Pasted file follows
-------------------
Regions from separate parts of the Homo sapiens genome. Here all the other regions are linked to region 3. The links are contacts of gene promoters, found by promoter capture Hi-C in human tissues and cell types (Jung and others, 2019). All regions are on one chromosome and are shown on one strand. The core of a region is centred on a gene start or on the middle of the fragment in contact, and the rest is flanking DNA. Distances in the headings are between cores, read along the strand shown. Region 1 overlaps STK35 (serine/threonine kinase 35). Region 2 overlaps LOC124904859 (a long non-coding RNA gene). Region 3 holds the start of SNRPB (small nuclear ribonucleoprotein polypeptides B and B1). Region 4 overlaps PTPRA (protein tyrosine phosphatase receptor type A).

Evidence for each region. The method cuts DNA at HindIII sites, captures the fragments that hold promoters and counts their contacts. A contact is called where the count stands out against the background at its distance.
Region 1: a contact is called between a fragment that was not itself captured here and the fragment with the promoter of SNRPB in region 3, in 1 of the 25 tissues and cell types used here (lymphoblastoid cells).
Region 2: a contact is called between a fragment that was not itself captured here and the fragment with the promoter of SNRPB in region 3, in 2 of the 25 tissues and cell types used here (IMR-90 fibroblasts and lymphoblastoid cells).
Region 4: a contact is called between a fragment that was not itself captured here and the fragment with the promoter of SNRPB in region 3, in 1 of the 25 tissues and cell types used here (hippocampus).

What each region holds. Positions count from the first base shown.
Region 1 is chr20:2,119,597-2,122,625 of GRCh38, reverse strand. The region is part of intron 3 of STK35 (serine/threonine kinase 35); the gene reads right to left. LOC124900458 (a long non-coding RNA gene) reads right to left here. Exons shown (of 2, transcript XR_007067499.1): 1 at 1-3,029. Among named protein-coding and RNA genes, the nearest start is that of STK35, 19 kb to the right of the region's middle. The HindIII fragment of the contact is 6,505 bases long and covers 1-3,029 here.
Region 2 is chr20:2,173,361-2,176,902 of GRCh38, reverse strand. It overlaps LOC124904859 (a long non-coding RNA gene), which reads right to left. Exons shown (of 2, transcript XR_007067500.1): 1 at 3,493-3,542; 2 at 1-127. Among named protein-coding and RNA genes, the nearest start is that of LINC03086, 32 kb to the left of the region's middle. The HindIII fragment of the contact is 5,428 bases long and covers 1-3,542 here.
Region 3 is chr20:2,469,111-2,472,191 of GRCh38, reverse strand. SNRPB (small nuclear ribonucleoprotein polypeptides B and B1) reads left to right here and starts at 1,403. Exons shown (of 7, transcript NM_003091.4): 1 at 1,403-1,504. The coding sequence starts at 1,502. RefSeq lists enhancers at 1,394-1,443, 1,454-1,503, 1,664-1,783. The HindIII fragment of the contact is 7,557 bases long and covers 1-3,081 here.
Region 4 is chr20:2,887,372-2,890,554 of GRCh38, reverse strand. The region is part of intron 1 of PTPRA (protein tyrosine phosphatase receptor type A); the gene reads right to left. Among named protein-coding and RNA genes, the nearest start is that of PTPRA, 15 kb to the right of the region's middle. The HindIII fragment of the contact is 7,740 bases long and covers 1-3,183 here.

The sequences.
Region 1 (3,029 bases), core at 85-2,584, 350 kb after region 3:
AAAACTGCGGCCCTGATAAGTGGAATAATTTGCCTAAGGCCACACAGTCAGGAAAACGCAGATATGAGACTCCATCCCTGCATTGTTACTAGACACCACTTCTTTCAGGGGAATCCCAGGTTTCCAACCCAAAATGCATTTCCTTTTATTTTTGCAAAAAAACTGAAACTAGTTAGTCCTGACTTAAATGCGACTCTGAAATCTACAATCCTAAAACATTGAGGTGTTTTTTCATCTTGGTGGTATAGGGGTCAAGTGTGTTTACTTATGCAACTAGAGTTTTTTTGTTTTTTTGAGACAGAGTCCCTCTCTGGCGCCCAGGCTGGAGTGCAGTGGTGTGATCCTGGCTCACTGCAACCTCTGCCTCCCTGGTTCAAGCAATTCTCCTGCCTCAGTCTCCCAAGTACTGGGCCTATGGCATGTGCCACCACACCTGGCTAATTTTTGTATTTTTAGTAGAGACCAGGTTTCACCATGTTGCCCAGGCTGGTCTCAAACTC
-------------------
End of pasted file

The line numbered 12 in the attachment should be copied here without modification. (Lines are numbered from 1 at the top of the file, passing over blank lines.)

Region 1 (3,029 bases), core at 85-2,584, 350 kb after region 3: